KATHMANDU: At least four Nepali climbers have successfully scaled the highest peak in South America expressing their commitment to make the ‘Visit Nepal-2020’ campaign a success.
“We reached the summit of Mount Aconcagua on January 4 carrying a banner of Visit Nepal-2020,” Tashi Lakpa Sherpa, team leader of the Seven Summit Expedition, told media.
Along with Tashi Lakpa, Karma Tenzing Sherpa, Halung Dorchi Sherpa, and Satish Man Pati stood atop the 6,962-metre peak where over 50 world climbers joined the team to promote the ‘Visit Nepal-2020’ campaign.
“This is the first time the world climbers joined Nepali team to celebrate Christmas, New Year and the Nepal’s national tourism campaign on the summit of the highest peak out of Asia,” Tashi Lakpa, who holds a world record of the youngest person to climb Mount Everest without supplemental oxygen, shared. “We have also urged the world climbers to return to Nepal in 2020.”
Managing Director of Seven Summit Treks, Tashi Lakpa, with Visit Nepal-2020 banner. Photo Courtesy: Seven Summit Treks.
With the successful ascent of Mount Aconcagua, Tashi Lakpa, on his mission to scale all seven highest peaks in all seven continents, completed his fifth mountain this winter. He has to climb two more peaks – Mount Vinson in Antarctica and Mount Carstenz pyramid in Australia – to achieve the feat. The Managing Director of Seven Summit Treks has already climbed Mt Everest, Denali, Elbrus and Kilimanjaro.
The reward for climbers who ascend Mount Everest is a view like none other, an expansive vista of the Himalayas from the highest point on the planet. On Wednesday, those who made it to the top saw something else: Hundreds of other climbers.
The final leg of their journey to the summit was a traffic jam of trekkers enticed by good weather, the route clogged by a single-file march of 250 to 300 people along a precarious cliff that caused delays of about three hours.
Nirmal Purja, who photographed the scene, was among the climbers who scaled the peak on Wednesday, despite what he described as “heavy traffic”.
The long, winding line to the peak added another element of risk to what is already one of the most dangerous mountains, raising the possibility of frostbite and oxygen depletion. At least two climbers died after having reached the summit on Wednesday, and their deaths may have been related to the delays.
Donald Cash, 54, an American, died after collapsing on the mountain following an unusually long summit, according to Pioneer Adventures, a Kathmandu-based organisation that leads expeditions on Everest.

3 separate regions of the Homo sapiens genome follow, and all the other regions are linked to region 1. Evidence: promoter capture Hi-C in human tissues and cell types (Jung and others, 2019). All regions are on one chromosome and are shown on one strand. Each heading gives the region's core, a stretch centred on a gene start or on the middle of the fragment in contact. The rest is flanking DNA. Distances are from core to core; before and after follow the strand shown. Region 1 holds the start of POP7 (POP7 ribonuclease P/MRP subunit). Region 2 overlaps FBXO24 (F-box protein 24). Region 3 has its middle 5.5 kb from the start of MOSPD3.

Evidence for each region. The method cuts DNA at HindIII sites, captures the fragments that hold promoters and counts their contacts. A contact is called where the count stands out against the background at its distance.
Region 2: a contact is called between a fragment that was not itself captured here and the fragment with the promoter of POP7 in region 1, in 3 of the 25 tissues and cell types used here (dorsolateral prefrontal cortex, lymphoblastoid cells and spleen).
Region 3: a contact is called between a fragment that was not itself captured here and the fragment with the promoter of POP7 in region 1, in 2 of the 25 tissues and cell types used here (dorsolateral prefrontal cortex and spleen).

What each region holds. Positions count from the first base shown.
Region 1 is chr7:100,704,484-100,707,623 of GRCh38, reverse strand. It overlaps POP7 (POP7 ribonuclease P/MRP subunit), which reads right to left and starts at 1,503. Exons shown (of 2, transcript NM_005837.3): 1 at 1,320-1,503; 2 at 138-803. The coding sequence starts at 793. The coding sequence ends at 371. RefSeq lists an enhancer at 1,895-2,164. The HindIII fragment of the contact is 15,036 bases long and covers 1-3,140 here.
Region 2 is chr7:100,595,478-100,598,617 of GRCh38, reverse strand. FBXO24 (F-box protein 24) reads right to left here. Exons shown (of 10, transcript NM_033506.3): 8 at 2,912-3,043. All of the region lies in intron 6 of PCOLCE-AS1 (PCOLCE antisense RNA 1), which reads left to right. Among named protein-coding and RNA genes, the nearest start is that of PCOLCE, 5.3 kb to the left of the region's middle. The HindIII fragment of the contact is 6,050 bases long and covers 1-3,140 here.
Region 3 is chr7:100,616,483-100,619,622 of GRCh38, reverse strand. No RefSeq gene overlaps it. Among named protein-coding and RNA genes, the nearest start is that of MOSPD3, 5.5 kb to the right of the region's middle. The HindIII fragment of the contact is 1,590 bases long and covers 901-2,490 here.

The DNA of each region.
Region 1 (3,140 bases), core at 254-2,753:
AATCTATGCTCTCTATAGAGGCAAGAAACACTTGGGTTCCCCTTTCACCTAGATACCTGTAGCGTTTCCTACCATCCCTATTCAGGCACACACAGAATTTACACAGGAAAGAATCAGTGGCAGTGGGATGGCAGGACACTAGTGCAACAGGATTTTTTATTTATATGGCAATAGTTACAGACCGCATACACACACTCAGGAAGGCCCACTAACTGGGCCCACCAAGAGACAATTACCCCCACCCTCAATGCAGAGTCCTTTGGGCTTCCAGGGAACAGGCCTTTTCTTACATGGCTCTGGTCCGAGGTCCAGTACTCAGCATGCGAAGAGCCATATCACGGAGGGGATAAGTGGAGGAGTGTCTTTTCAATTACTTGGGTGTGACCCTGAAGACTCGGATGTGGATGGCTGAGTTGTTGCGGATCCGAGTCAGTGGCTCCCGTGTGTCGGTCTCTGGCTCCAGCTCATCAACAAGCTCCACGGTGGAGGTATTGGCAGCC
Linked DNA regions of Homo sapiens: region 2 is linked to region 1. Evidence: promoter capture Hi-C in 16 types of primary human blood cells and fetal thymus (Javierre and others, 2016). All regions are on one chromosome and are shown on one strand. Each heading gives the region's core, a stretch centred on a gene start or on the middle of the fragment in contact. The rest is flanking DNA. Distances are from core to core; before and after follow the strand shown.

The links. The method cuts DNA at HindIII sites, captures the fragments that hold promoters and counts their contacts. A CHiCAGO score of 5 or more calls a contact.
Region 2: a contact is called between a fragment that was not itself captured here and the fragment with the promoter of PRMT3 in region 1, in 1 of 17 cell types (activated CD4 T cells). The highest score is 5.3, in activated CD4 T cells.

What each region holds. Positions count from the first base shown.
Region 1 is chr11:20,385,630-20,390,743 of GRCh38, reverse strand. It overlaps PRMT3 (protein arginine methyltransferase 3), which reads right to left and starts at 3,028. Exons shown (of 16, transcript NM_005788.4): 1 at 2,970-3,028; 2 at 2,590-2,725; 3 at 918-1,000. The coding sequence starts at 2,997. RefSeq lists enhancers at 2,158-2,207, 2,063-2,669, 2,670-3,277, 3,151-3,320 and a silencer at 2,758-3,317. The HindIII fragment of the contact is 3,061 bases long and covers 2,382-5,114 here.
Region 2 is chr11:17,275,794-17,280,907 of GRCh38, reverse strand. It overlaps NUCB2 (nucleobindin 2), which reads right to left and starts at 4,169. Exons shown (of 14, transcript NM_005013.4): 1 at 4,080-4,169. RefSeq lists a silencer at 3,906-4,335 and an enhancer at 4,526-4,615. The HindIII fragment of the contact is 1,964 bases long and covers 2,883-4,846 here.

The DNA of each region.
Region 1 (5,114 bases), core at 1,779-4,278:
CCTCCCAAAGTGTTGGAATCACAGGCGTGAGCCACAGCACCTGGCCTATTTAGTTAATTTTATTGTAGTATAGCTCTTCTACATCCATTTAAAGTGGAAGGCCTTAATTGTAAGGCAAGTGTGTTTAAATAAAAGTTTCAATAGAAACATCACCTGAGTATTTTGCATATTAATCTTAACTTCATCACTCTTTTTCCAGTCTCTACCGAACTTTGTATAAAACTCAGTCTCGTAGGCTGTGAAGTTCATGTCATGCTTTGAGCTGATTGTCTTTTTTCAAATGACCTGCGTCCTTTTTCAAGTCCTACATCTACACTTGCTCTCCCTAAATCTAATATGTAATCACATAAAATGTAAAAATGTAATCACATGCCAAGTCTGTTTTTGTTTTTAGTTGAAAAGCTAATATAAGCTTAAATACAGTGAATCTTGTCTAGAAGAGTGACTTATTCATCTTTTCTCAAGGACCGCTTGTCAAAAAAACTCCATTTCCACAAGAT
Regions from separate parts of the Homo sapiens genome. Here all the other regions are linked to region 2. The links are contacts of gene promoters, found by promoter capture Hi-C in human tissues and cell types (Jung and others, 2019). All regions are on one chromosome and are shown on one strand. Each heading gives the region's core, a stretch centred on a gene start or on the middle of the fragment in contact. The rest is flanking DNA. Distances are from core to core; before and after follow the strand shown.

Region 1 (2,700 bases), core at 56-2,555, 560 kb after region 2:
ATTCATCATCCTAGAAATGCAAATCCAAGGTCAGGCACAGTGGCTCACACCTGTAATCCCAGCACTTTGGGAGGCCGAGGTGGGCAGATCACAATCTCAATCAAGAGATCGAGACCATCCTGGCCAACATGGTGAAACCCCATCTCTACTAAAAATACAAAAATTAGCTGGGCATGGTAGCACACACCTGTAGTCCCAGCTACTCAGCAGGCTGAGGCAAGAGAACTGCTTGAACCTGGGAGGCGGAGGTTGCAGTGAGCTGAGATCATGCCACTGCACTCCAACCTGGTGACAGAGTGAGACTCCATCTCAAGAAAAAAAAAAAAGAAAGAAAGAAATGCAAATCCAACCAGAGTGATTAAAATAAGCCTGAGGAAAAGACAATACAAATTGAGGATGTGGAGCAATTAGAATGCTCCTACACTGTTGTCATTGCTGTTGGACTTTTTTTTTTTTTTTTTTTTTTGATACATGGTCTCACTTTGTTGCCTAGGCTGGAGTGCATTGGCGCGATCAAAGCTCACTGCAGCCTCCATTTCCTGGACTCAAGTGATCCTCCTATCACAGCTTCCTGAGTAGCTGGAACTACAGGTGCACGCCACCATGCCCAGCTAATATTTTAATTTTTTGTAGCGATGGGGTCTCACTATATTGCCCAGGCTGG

Cash was traveling with Sherpa guides from Pioneer Adventures, the organisation said, and fainted from altitude sickness. He could not be revived by the Sherpas.
The other fatality, Anjali Kulkarni, 54, an Indian, collapsed while returning from the summit with her husband, according to Arun Treks and Expedition, which led the trip.
“Due to the huge traffic yesterday and the delay in being able to return back, she couldn’t maintain her energy,” said Phupden Sherpa, the tour group’s manager.
Sherpa, who recalled similar episodes in 2017 that resulted in climber deaths, said it took the group an additional three hours to return to camp, a wait that he believes contributed to her death. Several of the climbers with Kulkarni returned to their camp with frostbite and other injuries.
Nivesh Karki, the manager of Pioneer Adventures, attributed the congestion at the summit to good weather. The frequently changing conditions mean that there is often only a small window of time for climbing, so on Wednesday, more groups than usual chose to push ahead rather than wait and risk harsh weather. “It was such a clear day, everyone was rushing to the summit,” he said.
“Once the weather is bad, no one can summit. So in good weather, everyone will try to go for the summit.”
Karki said the crowding on the mountain increased the peril for all climbers, even under normal circumstances. Two climbers are believed to have died on Everest last week: An Indian man was found dead in his tent and an Irishman went missing after a fall.
“This is a huge problem because the route is already dangerous, and there is always risk,” he said. “And a lot of traffic makes the journey quite difficult.”
But despite the risks, Everest has grown increasingly crowded. In 2018, a record number of climbers made it to the summit, according to figures from Alan Arnette, who chronicles the journeys of climbers on the mountain on his blog.
Three Indian climbers have died on Nepal’s Mount Everest this week, bringing the death toll this season on the world’s highest peak to six.
Nihal Bagwan, an Indian climber who was part of a two-member expedition, died at camp four after descending from the summit late on Thursday, expedition organiser Babu Sherpa said on Friday.
“He reached the summit at 8am [02:15 GMT], but lost his energy while descending. So four Sherpa guides brought him back to the lower camp, where he died inside the tent,” Babu told media
Kalpana Das, a 53-year-old woman from India, who was part of a three-nation women’s expedition team, also died on Thursday, said Meera Acharya, an official at the department of tourism.
Anjali Kulkarni, 53, who was returning from the summit of Everest with her husband Sharad Kulkarni, died during her descent on Wednesday, according to Acharya.
Earlier this month, a US climber and an Indian mountaineer had died on their descent from Everest. An Irish climber who went missing is presumed dead on the mountain.
Babu, the managing director of Peak Promotion, said overcrowding had congested the route from camp 4 to the top.
“There were only short weather windows and everyone was trying to climb at once,” he said.